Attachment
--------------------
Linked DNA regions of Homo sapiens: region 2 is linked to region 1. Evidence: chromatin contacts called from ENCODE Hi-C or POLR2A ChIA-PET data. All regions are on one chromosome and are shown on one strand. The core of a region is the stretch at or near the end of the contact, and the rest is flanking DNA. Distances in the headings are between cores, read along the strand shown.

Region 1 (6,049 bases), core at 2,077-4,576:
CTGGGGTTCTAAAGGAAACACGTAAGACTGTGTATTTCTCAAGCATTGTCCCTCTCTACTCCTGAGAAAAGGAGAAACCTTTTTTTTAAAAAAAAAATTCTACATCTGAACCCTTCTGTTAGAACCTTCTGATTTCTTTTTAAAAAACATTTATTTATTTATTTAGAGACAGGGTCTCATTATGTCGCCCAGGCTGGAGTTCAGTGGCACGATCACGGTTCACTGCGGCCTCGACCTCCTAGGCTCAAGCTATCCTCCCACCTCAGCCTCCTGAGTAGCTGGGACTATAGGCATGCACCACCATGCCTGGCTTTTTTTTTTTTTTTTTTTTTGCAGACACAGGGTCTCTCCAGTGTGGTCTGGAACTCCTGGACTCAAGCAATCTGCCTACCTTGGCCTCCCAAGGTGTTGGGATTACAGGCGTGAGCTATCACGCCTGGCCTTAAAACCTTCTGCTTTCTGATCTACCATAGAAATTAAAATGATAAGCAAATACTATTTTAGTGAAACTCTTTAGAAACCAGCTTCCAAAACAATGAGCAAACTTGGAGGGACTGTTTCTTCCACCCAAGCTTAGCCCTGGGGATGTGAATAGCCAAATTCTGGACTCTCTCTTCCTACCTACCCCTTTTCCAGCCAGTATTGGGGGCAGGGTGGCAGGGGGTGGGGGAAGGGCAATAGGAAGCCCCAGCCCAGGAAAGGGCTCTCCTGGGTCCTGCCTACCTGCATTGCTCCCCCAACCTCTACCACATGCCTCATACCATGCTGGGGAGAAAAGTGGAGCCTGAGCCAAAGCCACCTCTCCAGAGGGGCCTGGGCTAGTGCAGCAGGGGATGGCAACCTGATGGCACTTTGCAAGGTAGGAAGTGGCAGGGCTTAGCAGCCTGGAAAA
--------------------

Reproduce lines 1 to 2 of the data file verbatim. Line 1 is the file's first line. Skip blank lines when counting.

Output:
Linked DNA regions of Homo sapiens: region 2 is linked to region 1. Evidence: chromatin contacts called from ENCODE Hi-C or POLR2A ChIA-PET data. All regions are on one chromosome and are shown on one strand. The core of a region is the stretch at or near the end of the contact, and the rest is flanking DNA. Distances in the headings are between cores, read along the strand shown.

Region 1 (6,049 bases), core at 2,077-4,576: